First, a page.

Behind the Words: Rachel Warecki

Posted by on Jul 6, 2018 in Uncategorized | Comments Off on Behind the Words: Rachel Warecki

Rachael Warecki received her MFA in Fiction from Antioch University Los Angeles. She is also an alumna of Scripps College, Loyola Marymount University, and the 2008 Teach for America Los Angeles corps. In addition to winning the 2017 Tiferet Prize for Fiction, her work has appeared in The Masters Review, Midwestern Gothic, The Los Angeles Review, and elsewhere. Here, we discuss her flash story from Issue 4, “The Language of Little Things”:

Cathy Ulrich: Right off the bat, a technical question: How hard is it, getting everything set just so, punctuation and syntax and all, for a one-sentence story like this?

Rachael Warecki: Honestly, for me, it wasn’t that difficult. I’ve always had a tendency toward what’s charitably been called “Dickensian writing” — my undergraduate thesis advisor once suggested that not every sentence needed to have a semicolon, an em-dash, and a parenthetical aside. My thoughts tend to come in huge, paragraphical rushes, so a one-sentence story felt very natural to me. I guess you could say I think in run-on sentences.

The allusions to Gone With the Wind are very powerful for the narrator, even though she admits she might be getting the scene wrong. Why Gone With the Wind?

You know, it’s kind of funny: I’ve never liked Gone With the Wind. I’ve only seen it once, when my mom took me to see one of the big-screen anniversary re-releases, and I remember my twelve-year-old self finding it long and irritating. But despite all the ways in which that movie perpetuates many, many toxic ideas, Scarlett O’Hara and Rhett Butler have been held up as a grand romantic couple for decades; even before I’d seen the movie, there were certain scenes, mostly revolving around their relationship, of which I had some consciousness. They’ve achieved cultural osmosis.

Re-reading “The Language of Little Things,” I think I was trying, on some level, to explore how certain concepts or societal standards of romance can still permeate someone’s thinking, even as she’s realizing that she actually rejects those standards. For most of college, I dated someone who was very into the grand romantic gesture, and over the course of the relationship, I realized that I was very much not. And he’d get angry with me when I didn’t show what he thought was the proper amount of appreciation for these gifts and gestures that felt not only very intense and impractical, but also weirdly impersonal — like he’d thought what would a woman in a movie like as opposed to what would Rachael like. It was an additionally weird situation to navigate because everything and everyone around me was telling me that I should love these gestures. Partly, I think, because of how these romantic standards permeate our film and television, and partly because no one had explicitly told us that it didn’t have to be that way. (This same ex once told me he modeled his relationship behavior on the trio of men in Friends, to really emphasize the point.)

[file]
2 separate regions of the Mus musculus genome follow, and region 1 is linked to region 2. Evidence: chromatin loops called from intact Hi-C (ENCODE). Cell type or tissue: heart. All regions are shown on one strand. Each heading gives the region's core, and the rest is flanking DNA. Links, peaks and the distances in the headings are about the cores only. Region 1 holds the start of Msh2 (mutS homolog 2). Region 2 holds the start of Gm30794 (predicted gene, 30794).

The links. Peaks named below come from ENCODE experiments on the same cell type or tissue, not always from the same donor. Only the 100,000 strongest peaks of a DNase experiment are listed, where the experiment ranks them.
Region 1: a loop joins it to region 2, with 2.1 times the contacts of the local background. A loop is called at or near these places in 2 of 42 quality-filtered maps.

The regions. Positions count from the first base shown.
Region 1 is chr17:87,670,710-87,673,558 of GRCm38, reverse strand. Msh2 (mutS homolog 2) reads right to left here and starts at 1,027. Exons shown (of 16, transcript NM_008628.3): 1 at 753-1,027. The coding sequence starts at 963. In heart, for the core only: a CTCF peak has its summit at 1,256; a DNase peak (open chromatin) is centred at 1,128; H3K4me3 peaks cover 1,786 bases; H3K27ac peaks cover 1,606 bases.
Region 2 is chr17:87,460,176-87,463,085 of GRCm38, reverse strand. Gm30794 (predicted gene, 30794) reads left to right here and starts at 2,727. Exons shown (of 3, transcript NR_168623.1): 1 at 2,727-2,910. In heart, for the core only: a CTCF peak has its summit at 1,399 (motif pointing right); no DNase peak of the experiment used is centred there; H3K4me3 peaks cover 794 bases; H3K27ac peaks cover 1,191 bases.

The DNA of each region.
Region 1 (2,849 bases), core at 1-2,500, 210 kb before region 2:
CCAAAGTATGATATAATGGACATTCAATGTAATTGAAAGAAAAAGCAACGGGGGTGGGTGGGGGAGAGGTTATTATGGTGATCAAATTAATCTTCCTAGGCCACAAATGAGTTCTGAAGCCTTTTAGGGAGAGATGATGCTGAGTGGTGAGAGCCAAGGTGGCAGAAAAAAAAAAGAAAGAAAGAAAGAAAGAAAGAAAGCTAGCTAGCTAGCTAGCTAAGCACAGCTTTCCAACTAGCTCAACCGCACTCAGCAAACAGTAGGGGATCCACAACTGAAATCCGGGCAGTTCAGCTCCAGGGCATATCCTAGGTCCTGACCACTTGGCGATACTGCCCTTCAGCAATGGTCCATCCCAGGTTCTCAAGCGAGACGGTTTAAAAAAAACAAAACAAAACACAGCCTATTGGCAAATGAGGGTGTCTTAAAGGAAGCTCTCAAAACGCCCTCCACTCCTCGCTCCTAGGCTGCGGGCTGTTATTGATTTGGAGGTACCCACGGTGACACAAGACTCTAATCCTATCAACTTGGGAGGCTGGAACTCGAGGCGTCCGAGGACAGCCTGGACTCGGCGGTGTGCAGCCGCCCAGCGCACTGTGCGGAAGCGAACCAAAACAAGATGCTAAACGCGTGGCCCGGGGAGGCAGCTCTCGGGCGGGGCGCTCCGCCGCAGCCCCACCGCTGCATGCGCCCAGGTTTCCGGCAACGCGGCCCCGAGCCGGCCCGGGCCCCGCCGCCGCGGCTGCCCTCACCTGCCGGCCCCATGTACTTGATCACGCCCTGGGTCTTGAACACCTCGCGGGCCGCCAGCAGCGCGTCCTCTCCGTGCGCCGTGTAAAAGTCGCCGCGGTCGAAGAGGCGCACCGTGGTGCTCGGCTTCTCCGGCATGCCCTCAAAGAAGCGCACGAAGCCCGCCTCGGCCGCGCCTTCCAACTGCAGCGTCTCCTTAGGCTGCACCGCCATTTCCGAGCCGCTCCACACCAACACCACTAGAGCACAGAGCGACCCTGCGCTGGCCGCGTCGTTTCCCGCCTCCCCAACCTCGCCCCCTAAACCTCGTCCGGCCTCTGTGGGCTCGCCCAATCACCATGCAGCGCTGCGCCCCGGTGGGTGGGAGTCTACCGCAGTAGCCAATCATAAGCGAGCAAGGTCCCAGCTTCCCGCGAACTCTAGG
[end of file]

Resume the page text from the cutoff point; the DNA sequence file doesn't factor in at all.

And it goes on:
To demonstrate how deep this goes, look at how the protagonist chooses to tell John about Michael: even as the narrator’s rejecting John and his over-the-top gestures, she’s doing it in a very cinematic way! Maybe she chooses that moment — making out in the rain — precisely because it’s cinematic, and she knows that’s the language John speaks, that maybe he won’t understand otherwise. Or maybe that’s an aspect of that osmosis that she hasn’t been able to shake yet.

All of which is to say, I chose Gone With the Wind because it seemed like the ne plus ultra of a movie relationship that’s constantly romanticized, but shouldn’t be — the perfect reference point for a protagonist who’s beginning to figure out what romance looks like for her, personally.

This is a story about a relationship that’s not working, the narrator overwhelmed by John’s grand romantic gestures. Do you suppose she sought out Michael because of this, or is it because of Michael that she realizes things aren’t working?